The starting gun was fired for the general election in Gateshead last weekend. Tony Blair's helicopter ride to Labour's spring conference stopped six times en route to unveil the promises that will appear on Labour's 2005 pledge card.
The two education pledges - "Your child achieving more" and "Your child with the best start" - have already been criticised by commentators. "No one could disagree with the pledges," sniffed Peter Riddell in The Times.
"At least most of the original pledges were specific."
Even the back-of-the-card commitments - to modern schools for all, strong discipline, guaranteed post-16 education or training, more childcare for the under-fives and after-school care for the over-fives - lack the precision of the 1997 pledge that no infant would be in a class of more than 30 or the 2001 promise of 10,000 extra teachers.
The original pledges were certainly measurable, but they were also hostages to fortune. In government, I worked with ministers to ensure the class size pledge was delivered through extra teachers and new classes. For the Daily Mail it is now a "failed" pledge. Not because class sizes weren't cut - 450,000 fewer infants are in large classes today than in 1997 - but because 22,000 infants were found in such classes in January 2005. The pledge is a victim of its own inflexibility for a very boring reason: the temporary annual effect of late admissions. Yet, in some ways, the new pledges could be far more challenging to achieve than the earlier ones - the 2001 promise of 10,000 extra teachers was easily met. Genuinely "modern schools for all" would require far more investment than has already been earmarked for new secondary schools.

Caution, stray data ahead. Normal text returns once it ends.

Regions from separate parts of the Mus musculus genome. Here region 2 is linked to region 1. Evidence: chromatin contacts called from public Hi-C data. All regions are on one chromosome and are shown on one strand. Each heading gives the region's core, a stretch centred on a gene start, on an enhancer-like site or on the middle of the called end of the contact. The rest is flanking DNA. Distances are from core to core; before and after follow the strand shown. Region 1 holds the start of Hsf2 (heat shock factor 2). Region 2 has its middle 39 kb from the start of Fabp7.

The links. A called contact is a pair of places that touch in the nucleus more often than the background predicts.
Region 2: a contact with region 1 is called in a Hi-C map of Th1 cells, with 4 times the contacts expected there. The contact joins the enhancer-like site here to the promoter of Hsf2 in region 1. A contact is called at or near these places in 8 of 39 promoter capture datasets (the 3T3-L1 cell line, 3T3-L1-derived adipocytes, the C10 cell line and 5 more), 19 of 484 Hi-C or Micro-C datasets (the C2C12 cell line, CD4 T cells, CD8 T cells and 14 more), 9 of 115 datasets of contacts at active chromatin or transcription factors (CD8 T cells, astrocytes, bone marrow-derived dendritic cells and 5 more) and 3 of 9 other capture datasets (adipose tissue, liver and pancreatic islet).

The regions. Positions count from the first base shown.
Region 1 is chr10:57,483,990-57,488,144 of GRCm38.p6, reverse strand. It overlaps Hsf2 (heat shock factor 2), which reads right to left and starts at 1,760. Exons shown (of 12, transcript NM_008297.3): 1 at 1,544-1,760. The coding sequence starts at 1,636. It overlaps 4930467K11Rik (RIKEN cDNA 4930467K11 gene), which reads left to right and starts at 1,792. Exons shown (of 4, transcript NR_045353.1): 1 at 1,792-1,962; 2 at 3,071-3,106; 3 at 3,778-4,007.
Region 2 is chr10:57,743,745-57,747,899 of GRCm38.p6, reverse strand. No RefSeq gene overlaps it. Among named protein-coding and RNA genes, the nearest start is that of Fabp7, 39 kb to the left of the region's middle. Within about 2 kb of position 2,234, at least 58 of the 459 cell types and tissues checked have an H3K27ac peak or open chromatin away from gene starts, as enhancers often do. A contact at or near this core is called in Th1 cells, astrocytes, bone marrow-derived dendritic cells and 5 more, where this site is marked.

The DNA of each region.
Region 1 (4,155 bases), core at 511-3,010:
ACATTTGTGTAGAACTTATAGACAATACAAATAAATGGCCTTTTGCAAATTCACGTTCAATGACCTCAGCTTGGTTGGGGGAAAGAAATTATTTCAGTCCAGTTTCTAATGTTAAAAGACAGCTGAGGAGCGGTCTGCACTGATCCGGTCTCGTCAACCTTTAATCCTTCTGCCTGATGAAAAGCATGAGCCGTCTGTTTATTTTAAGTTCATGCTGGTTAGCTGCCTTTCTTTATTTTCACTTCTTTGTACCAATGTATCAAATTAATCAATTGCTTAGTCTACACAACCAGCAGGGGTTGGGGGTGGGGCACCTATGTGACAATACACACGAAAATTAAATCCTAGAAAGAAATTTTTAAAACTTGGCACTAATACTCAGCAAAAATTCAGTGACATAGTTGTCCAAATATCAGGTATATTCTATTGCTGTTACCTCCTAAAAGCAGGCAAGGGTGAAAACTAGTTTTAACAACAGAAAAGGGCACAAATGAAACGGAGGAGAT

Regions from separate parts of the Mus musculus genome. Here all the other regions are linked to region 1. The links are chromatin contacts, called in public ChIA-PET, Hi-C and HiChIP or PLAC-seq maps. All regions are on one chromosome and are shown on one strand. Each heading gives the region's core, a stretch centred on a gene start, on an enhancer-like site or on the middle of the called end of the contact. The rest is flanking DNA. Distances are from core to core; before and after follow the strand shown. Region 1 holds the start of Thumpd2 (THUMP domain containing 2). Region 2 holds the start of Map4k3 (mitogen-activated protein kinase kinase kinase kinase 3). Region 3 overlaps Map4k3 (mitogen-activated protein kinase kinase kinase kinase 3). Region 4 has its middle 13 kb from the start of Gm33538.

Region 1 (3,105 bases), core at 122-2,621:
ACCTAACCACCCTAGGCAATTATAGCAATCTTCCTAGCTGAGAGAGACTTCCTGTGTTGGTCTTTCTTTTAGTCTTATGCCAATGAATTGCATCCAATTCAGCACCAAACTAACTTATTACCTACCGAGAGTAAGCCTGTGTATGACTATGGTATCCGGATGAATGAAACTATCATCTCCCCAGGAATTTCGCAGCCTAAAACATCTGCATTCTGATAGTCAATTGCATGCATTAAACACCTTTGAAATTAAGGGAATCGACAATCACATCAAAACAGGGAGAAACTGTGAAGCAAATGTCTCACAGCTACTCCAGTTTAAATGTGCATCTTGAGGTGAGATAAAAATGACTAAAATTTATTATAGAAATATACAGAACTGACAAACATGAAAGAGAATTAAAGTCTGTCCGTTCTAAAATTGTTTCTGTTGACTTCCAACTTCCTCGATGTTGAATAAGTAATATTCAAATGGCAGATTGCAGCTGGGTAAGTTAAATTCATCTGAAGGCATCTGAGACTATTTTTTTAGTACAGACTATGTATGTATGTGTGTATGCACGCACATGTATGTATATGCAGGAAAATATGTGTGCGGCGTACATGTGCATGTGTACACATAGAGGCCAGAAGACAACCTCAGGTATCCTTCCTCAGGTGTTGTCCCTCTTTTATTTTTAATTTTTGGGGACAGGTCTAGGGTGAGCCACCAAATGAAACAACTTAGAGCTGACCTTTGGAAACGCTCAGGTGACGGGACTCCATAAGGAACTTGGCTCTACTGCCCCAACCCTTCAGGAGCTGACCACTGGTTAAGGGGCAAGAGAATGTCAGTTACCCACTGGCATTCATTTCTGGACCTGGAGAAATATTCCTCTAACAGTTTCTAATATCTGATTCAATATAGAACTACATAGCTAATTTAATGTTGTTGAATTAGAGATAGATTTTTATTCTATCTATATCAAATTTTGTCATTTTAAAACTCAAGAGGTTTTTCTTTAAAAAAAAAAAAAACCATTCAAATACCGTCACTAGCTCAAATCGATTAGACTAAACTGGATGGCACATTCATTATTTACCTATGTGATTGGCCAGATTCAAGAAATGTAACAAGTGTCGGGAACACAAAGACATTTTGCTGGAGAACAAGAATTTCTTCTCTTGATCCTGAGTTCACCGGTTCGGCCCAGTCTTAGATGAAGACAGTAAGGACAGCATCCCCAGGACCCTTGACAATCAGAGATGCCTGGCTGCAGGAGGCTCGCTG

And to win a good majority, Labour must also neutralise Tory attacks. The Tory focus on behaviour - and the Office for Standards in Education's recent report of growing school indiscipline - recently led Ruth Kelly, the Education Secretary, to sideline exclusion policies that were seen as penalising good schools. Next week, she will announce that A-levels and GCSEs will stay. Though ministers are unimpressed by Tomlinson's diploma, this approach also prevents the Tories becoming "A-level defenders". And Ms Kelly will need to regain credibility for Labour's achievements too - not least on turning around failing schools, where Ofsted's report that numbers were rising again dented an otherwise impressive record since 1997.
Yet those suffering withdrawal symptoms because of the absence of precise targets should not despair. Instant relief can be found in the detailed DfES five-year plan published last July. Just don't expect a copy through your letter box.
Conor Ryan was a special adviser to David Blunkett, former education secretary, from 1997 to 2001